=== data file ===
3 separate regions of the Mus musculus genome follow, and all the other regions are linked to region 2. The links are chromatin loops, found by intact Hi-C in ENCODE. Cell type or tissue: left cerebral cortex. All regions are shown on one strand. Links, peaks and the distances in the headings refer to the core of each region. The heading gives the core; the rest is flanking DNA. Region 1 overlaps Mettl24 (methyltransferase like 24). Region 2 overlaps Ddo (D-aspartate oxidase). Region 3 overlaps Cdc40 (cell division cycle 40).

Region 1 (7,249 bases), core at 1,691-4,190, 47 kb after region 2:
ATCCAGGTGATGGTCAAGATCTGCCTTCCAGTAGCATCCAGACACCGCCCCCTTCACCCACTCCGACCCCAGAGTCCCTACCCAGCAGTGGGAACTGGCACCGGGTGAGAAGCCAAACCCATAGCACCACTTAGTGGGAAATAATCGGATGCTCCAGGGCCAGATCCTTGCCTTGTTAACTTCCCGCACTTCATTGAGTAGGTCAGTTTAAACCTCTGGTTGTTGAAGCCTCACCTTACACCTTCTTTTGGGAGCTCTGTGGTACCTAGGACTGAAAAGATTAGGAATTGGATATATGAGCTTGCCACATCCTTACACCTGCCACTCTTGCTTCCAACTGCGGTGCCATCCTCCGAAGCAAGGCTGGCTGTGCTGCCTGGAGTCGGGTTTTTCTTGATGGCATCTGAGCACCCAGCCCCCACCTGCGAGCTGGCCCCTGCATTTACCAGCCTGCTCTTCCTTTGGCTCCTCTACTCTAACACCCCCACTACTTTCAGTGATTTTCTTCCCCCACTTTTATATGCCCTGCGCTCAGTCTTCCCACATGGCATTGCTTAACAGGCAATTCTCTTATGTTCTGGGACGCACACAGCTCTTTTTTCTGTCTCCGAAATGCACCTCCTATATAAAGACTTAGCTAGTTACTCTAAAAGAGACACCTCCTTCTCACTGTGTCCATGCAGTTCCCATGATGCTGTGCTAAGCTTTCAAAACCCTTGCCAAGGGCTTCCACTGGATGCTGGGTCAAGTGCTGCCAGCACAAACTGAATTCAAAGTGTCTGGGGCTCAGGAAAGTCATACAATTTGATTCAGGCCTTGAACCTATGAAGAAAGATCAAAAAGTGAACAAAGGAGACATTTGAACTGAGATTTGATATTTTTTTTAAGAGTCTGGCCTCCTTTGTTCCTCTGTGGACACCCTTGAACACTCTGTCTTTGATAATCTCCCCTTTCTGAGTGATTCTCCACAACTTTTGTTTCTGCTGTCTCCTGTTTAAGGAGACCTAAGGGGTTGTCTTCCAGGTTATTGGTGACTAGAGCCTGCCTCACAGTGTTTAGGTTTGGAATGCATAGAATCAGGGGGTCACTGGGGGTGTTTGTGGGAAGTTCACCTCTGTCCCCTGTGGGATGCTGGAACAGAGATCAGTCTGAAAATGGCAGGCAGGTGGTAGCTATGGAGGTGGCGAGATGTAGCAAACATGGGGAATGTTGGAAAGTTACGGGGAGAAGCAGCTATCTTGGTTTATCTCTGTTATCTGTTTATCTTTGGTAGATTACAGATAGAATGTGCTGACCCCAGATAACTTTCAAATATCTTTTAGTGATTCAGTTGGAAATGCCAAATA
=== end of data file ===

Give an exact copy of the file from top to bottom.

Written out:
3 separate regions of the Mus musculus genome follow, and all the other regions are linked to region 2. The links are chromatin loops, found by intact Hi-C in ENCODE. Cell type or tissue: left cerebral cortex. All regions are shown on one strand. Links, peaks and the distances in the headings refer to the core of each region. The heading gives the core; the rest is flanking DNA. Region 1 overlaps Mettl24 (methyltransferase like 24). Region 2 overlaps Ddo (D-aspartate oxidase). Region 3 overlaps Cdc40 (cell division cycle 40).

Region 1 (7,249 bases), core at 1,691-4,190, 47 kb after region 2:
ATCCAGGTGATGGTCAAGATCTGCCTTCCAGTAGCATCCAGACACCGCCCCCTTCACCCACTCCGACCCCAGAGTCCCTACCCAGCAGTGGGAACTGGCACCGGGTGAGAAGCCAAACCCATAGCACCACTTAGTGGGAAATAATCGGATGCTCCAGGGCCAGATCCTTGCCTTGTTAACTTCCCGCACTTCATTGAGTAGGTCAGTTTAAACCTCTGGTTGTTGAAGCCTCACCTTACACCTTCTTTTGGGAGCTCTGTGGTACCTAGGACTGAAAAGATTAGGAATTGGATATATGAGCTTGCCACATCCTTACACCTGCCACTCTTGCTTCCAACTGCGGTGCCATCCTCCGAAGCAAGGCTGGCTGTGCTGCCTGGAGTCGGGTTTTTCTTGATGGCATCTGAGCACCCAGCCCCCACCTGCGAGCTGGCCCCTGCATTTACCAGCCTGCTCTTCCTTTGGCTCCTCTACTCTAACACCCCCACTACTTTCAGTGATTTTCTTCCCCCACTTTTATATGCCCTGCGCTCAGTCTTCCCACATGGCATTGCTTAACAGGCAATTCTCTTATGTTCTGGGACGCACACAGCTCTTTTTTCTGTCTCCGAAATGCACCTCCTATATAAAGACTTAGCTAGTTACTCTAAAAGAGACACCTCCTTCTCACTGTGTCCATGCAGTTCCCATGATGCTGTGCTAAGCTTTCAAAACCCTTGCCAAGGGCTTCCACTGGATGCTGGGTCAAGTGCTGCCAGCACAAACTGAATTCAAAGTGTCTGGGGCTCAGGAAAGTCATACAATTTGATTCAGGCCTTGAACCTATGAAGAAAGATCAAAAAGTGAACAAAGGAGACATTTGAACTGAGATTTGATATTTTTTTTAAGAGTCTGGCCTCCTTTGTTCCTCTGTGGACACCCTTGAACACTCTGTCTTTGATAATCTCCCCTTTCTGAGTGATTCTCCACAACTTTTGTTTCTGCTGTCTCCTGTTTAAGGAGACCTAAGGGGTTGTCTTCCAGGTTATTGGTGACTAGAGCCTGCCTCACAGTGTTTAGGTTTGGAATGCATAGAATCAGGGGGTCACTGGGGGTGTTTGTGGGAAGTTCACCTCTGTCCCCTGTGGGATGCTGGAACAGAGATCAGTCTGAAAATGGCAGGCAGGTGGTAGCTATGGAGGTGGCGAGATGTAGCAAACATGGGGAATGTTGGAAAGTTACGGGGAGAAGCAGCTATCTTGGTTTATCTCTGTTATCTGTTTATCTTTGGTAGATTACAGATAGAATGTGCTGACCCCAGATAACTTTCAAATATCTTTTAGTGATTCAGTTGGAAATGCCAAATA